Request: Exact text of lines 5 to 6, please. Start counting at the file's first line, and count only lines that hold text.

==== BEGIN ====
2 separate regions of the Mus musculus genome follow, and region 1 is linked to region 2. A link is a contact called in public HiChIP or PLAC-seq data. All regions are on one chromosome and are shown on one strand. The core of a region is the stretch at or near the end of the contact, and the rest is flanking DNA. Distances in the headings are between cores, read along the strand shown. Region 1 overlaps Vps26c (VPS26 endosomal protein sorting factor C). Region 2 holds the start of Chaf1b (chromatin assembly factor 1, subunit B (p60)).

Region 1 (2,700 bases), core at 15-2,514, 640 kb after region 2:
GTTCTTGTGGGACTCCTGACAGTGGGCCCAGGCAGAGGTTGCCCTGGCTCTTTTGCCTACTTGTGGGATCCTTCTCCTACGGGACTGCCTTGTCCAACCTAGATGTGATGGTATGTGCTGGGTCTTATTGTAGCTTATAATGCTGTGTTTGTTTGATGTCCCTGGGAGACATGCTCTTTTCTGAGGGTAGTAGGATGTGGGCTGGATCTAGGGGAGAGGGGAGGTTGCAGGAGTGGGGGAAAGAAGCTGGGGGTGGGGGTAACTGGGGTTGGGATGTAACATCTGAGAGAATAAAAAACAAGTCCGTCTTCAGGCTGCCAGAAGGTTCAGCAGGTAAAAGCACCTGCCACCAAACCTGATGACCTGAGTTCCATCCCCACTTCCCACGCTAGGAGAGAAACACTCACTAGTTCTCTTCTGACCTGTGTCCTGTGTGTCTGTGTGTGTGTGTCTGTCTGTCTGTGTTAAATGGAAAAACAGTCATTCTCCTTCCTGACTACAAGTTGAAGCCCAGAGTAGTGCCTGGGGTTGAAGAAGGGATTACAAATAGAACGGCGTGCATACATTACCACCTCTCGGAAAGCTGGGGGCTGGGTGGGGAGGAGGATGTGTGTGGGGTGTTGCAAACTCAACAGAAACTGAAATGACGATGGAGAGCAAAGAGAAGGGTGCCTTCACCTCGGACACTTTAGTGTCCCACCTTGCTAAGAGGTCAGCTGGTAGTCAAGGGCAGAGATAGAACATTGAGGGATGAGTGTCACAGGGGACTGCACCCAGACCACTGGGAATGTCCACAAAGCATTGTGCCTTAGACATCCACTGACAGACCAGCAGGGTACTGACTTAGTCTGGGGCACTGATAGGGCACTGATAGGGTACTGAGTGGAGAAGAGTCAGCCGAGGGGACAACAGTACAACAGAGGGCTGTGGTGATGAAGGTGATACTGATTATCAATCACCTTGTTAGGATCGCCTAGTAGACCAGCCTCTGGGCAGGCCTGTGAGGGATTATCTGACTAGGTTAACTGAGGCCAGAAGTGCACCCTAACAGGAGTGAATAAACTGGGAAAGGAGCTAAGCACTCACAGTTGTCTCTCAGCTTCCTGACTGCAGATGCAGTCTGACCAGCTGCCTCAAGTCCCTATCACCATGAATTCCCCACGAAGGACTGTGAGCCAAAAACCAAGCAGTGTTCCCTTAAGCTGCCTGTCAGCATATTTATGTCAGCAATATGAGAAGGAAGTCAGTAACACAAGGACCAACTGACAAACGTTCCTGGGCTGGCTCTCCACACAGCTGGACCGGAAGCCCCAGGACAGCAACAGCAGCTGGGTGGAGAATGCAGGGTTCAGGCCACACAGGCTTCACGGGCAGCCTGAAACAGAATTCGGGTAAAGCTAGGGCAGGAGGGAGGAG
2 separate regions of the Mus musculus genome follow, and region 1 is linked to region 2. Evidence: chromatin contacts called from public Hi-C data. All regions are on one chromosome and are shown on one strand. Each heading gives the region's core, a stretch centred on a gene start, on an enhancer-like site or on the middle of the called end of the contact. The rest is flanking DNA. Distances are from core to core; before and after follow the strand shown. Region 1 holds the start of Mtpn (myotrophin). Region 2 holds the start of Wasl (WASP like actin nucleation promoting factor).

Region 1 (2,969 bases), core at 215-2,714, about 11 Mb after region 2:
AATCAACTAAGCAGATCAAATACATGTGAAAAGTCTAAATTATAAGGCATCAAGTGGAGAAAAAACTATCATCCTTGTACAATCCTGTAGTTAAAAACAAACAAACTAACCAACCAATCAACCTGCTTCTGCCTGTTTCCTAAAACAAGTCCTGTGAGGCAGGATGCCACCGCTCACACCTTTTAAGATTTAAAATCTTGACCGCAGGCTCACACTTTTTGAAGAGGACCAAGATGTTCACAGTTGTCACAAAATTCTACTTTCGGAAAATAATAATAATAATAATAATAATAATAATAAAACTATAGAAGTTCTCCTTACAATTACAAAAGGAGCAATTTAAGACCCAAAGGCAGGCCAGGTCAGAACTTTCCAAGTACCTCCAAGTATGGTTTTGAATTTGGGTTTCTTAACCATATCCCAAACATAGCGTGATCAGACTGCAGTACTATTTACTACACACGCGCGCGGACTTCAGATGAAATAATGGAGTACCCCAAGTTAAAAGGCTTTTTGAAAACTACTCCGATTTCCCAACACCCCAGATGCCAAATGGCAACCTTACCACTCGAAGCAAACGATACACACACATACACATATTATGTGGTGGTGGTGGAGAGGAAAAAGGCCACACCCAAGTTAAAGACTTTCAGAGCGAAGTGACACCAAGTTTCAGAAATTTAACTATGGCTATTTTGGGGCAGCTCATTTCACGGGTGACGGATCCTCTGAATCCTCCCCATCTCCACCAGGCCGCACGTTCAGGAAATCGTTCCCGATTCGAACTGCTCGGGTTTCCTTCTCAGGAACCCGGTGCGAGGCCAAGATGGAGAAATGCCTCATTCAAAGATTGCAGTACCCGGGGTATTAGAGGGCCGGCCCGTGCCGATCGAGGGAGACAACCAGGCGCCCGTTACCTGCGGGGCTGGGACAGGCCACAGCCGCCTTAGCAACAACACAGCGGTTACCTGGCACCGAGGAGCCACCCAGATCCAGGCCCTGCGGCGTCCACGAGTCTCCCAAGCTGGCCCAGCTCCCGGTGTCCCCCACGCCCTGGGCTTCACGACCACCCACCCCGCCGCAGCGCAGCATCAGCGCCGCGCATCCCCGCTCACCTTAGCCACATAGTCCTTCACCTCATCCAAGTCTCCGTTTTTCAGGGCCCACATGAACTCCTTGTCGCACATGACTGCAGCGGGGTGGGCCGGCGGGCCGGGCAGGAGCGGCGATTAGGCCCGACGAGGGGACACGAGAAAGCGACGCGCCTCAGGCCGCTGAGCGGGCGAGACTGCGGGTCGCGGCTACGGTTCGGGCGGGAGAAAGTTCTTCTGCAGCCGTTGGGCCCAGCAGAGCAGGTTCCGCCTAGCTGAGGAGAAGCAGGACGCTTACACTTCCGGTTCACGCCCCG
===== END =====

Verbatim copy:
Region 1 (2,969 bases), core at 215-2,714, about 11 Mb after region 2:
AATCAACTAAGCAGATCAAATACATGTGAAAAGTCTAAATTATAAGGCATCAAGTGGAGAAAAAACTATCATCCTTGTACAATCCTGTAGTTAAAAACAAACAAACTAACCAACCAATCAACCTGCTTCTGCCTGTTTCCTAAAACAAGTCCTGTGAGGCAGGATGCCACCGCTCACACCTTTTAAGATTTAAAATCTTGACCGCAGGCTCACACTTTTTGAAGAGGACCAAGATGTTCACAGTTGTCACAAAATTCTACTTTCGGAAAATAATAATAATAATAATAATAATAATAATAAAACTATAGAAGTTCTCCTTACAATTACAAAAGGAGCAATTTAAGACCCAAAGGCAGGCCAGGTCAGAACTTTCCAAGTACCTCCAAGTATGGTTTTGAATTTGGGTTTCTTAACCATATCCCAAACATAGCGTGATCAGACTGCAGTACTATTTACTACACACGCGCGCGGACTTCAGATGAAATAATGGAGTACCCCAAGTTAAAAGGCTTTTTGAAAACTACTCCGATTTCCCAACACCCCAGATGCCAAATGGCAACCTTACCACTCGAAGCAAACGATACACACACATACACATATTATGTGGTGGTGGTGGAGAGGAAAAAGGCCACACCCAAGTTAAAGACTTTCAGAGCGAAGTGACACCAAGTTTCAGAAATTTAACTATGGCTATTTTGGGGCAGCTCATTTCACGGGTGACGGATCCTCTGAATCCTCCCCATCTCCACCAGGCCGCACGTTCAGGAAATCGTTCCCGATTCGAACTGCTCGGGTTTCCTTCTCAGGAACCCGGTGCGAGGCCAAGATGGAGAAATGCCTCATTCAAAGATTGCAGTACCCGGGGTATTAGAGGGCCGGCCCGTGCCGATCGAGGGAGACAACCAGGCGCCCGTTACCTGCGGGGCTGGGACAGGCCACAGCCGCCTTAGCAACAACACAGCGGTTACCTGGCACCGAGGAGCCACCCAGATCCAGGCCCTGCGGCGTCCACGAGTCTCCCAAGCTGGCCCAGCTCCCGGTGTCCCCCACGCCCTGGGCTTCACGACCACCCACCCCGCCGCAGCGCAGCATCAGCGCCGCGCATCCCCGCTCACCTTAGCCACATAGTCCTTCACCTCATCCAAGTCTCCGTTTTTCAGGGCCCACATGAACTCCTTGTCGCACATGACTGCAGCGGGGTGGGCCGGCGGGCCGGGCAGGAGCGGCGATTAGGCCCGACGAGGGGACACGAGAAAGCGACGCGCCTCAGGCCGCTGAGCGGGCGAGACTGCGGGTCGCGGCTACGGTTCGGGCGGGAGAAAGTTCTTCTGCAGCCGTTGGGCCCAGCAGAGCAGGTTCCGCCTAGCTGAGGAGAAGCAGGACGCTTACACTTCCGGTTCACGCCCCG